Ross A. MCFADYEN, Senior Airman
U. S. Air Force, Appellant
Crim. App. No. 32878
United States Court of Appeals for the Armed Forces
Argued June 3, 1999
Decided August 16, 1999
EFFRON, J., delivered the opinion of the Court, in which COX, C.J., and SULLIVAN, CRAWFORD, and GIERKE, JJ., joined.
For Appellant: Captain Jeffrey B. Miller, USAFR (argued); Lieutenant Colonel Ray T. Blank, Jr. and Major Carol L. Hubbard (on brief); Colonel Douglas H. Kohrt and Lieutenant Colonel Jeanne M. Rueth.
For Appellee: Captain Tony R. Roberts (argued); Lieutenant Colonel Anthony P. Dattilo and Major Ronald A. Rodgers (on brief).
Military Judge: William M. Burd
THIS OPINION IS SUBJECT TO EDITORIAL CORRECTION BEFORE PUBLICATION.
Judge EFFRON delivered the opinion of the Court.
A general court-martial composed of a military judge sitting alone convicted appellant, in accordance with his pleas, of wrongfully using cocaine on divers occasions between October 2, 1996, and February 2, 1997, in violation of Article 112a, Uniform Code of Military Justice, 10 USC § 912a. He was sentenced to a bad-conduct discharge, confinement for 102 days, and reduction to E-1. The convening authority approved the sentence. The Court of Criminal Appeals affirmed in an unpublished opinion.
This Court specified the following issue for review:
After a pretrial confinement hearing, appellant was ordered into confinement pending trial. The pretrial confinement reviewing officer gave the following reasons for his decision:
b. Lesser forms of restraint are inadequate. Capt Prince testified that the 313th TRS does not have the manpower to conduct a 24-hour monitoring of SrA McFadyen.
Defense counsel responded that the court needed to consider appellant's treatment "in its totality to determine whether the treatment he has already received in the last 102 days has had the punishment and deterrent effect of a suitable sentence, in determining what other punishment, if any, is suitable to adjudge in this court-martial." The military judge agreed and allowed appellant to complete his statement. Appellant's sentence included 102 days confinement, the amount of time he had already served.
In this Court, appellant alleges several instances of mistreatment during his confinement in the brig at NAS Pensacola. Among these are that he was stripped of rank, that he was prevented from seeing his attorney, and that telephone communications he had with his attorney were monitored. Appellant asserts that his treatment at NAS Pensacola amounted to pretrial punishment. He now contends that his pretrial agreement waiving his right to present a motion for additional sentence credit was improper on the grounds that waiver of the right to be free of pretrial punishment is contrary to public policy.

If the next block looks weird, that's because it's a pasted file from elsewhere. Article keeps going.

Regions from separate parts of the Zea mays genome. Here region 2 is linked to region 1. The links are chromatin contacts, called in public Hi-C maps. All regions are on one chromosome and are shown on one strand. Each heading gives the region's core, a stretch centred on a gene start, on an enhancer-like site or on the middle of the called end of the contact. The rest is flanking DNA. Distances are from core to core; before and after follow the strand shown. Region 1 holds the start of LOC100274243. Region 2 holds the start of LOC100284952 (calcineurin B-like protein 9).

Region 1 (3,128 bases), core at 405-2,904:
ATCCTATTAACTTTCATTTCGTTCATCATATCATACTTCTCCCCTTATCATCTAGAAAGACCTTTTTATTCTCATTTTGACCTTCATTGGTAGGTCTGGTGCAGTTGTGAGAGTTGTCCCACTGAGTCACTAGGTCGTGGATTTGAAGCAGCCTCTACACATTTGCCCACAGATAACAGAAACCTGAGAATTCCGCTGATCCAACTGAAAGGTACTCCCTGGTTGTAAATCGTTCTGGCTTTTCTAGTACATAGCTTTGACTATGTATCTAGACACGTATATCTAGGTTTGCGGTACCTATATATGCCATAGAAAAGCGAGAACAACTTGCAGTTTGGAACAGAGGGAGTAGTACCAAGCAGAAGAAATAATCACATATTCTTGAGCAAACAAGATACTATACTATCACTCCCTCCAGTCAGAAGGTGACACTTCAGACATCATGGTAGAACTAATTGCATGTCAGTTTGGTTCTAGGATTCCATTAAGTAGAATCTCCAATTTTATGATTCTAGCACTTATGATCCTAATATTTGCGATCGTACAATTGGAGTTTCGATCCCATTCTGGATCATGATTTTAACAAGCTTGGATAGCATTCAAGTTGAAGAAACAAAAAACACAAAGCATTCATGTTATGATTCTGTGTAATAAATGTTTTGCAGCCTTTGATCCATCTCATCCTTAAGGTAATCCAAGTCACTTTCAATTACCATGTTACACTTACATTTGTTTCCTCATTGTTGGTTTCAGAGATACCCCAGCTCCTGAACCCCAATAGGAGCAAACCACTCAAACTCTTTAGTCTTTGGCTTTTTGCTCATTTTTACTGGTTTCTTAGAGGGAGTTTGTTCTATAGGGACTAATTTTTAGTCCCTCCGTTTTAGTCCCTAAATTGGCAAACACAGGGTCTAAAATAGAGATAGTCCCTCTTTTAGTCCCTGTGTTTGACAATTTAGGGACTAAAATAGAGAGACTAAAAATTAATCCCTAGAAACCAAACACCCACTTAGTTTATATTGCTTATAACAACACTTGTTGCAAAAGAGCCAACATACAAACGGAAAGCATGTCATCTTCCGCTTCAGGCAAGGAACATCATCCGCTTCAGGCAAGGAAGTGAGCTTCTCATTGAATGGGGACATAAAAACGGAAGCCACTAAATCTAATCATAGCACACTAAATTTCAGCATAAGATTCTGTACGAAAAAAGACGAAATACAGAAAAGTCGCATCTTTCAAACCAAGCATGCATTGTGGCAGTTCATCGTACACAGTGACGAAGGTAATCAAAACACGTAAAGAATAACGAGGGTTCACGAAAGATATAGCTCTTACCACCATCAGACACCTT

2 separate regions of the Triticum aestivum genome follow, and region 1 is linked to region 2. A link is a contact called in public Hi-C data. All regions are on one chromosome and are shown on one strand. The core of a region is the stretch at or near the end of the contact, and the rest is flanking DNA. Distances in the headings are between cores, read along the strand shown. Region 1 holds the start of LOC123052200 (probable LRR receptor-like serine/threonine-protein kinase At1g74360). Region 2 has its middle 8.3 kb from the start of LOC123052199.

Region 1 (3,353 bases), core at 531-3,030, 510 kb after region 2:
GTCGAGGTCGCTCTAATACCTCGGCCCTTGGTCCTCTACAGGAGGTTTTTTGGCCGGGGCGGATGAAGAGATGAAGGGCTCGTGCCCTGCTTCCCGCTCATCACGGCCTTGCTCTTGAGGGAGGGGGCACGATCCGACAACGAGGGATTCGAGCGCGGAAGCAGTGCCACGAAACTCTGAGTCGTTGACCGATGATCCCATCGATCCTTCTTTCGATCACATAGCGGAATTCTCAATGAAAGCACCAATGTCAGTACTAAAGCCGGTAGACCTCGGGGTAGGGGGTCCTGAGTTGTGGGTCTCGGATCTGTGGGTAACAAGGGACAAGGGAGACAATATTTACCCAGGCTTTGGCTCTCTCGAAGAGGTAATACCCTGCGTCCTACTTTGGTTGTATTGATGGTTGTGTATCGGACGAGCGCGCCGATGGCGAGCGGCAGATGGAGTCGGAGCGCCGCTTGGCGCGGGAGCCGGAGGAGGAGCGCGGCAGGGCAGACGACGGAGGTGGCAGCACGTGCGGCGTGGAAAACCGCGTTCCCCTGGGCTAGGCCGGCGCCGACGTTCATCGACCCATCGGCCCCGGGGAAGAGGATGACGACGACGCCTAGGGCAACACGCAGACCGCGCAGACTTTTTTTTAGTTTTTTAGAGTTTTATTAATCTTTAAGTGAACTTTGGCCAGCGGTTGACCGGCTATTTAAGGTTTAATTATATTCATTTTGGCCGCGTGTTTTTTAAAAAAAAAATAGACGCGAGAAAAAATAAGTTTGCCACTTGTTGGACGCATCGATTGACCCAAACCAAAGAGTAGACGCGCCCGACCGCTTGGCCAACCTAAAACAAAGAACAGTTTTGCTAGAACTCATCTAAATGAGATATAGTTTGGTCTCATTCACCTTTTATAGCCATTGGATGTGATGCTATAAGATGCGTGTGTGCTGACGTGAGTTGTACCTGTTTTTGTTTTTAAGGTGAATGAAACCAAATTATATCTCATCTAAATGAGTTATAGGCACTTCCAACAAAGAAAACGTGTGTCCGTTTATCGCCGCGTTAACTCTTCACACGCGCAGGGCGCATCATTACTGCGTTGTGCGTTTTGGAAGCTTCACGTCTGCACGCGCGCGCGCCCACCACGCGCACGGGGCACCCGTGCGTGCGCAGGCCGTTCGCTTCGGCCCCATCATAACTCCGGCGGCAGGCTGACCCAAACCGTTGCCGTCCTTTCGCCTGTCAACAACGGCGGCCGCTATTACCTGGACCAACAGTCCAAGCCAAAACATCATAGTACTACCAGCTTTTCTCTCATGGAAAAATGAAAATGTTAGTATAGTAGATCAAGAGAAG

Article 13, UCMJ, 10 USC § 813, provides:
RCM 705(d)(1) permits negotiation of a pretrial agreement and allows either party to propose "any term or condition not prohibited by law or public policy." RCM 705(c)(1)(B) states:
This Court has held that an accused may offer to waive several significant rights as part of a pretrial agreement. See United States v. Rivera, 46 MJ 52 (1997) (accused may waive evidentiary objections); United States v. Weasler, 43 MJ 15, 19 (1995) (where unlawful command influence in the preferral of charges was alleged, it was permissible for the accused to offer to waive unlawful command influence in a pretrial agreement); United States v. Burnell, 40 MJ 175 (CMA 1994) (waiver of trial by court-martial composed of members); United States v. Gansemer, 38 MJ 340 (CMA 1993) (waiver of administrative board is permissible). There is nothing sufficiently different about the right to be free from unlawful pretrial punishment that persuades us to reach the conclusion that it cannot be waived.
We are concerned that any Article 13 waiver be executed with full knowledge of the implications of the waiver. See United States v. Combs, 47 MJ 330, 334 (1997) (no waiver of Article 13 rights where appellant's "legal status between trials was so unique that neither the Government nor appellant were fully aware of his legal rights."). Therefore, for all cases tried on or after 90 days fromthe date of this opinion, where a military judge is faced with a pretrial agreement that contains an Article 13 waiver, the judge should inquire into the circumstances of the pretrial confinement and the voluntariness of the waiver, and ensure that the accused understands the remedy to which he would be entitled if he made a successful motion.
Even if we were to apply this rule retroactively to the case at bar, it would make no difference to the outcome because appellant was not prejudiced by the absence of a formal inquiry. The judge conducted an appropriate inquiry into the voluntariness of the pretrial agreement. Appellant does not contest the voluntariness of the waiver. Moreover, during sentencing, the military judge allowed appellant to fully describe the circumstances of his confinement at the brig at NAS Pensacola. In awarding a sentence to confinement, the judge was able, if he wished, to take into account the nature of appellant's pretrial confinement in determining the amount of confinement appropriate as a punishment for his offenses. Under these circumstances, we see no reason why appellant should be prevented from waiving his Article 13 rights.
The decision of the United States Air Force Court of Criminal Appeals is affirmed.
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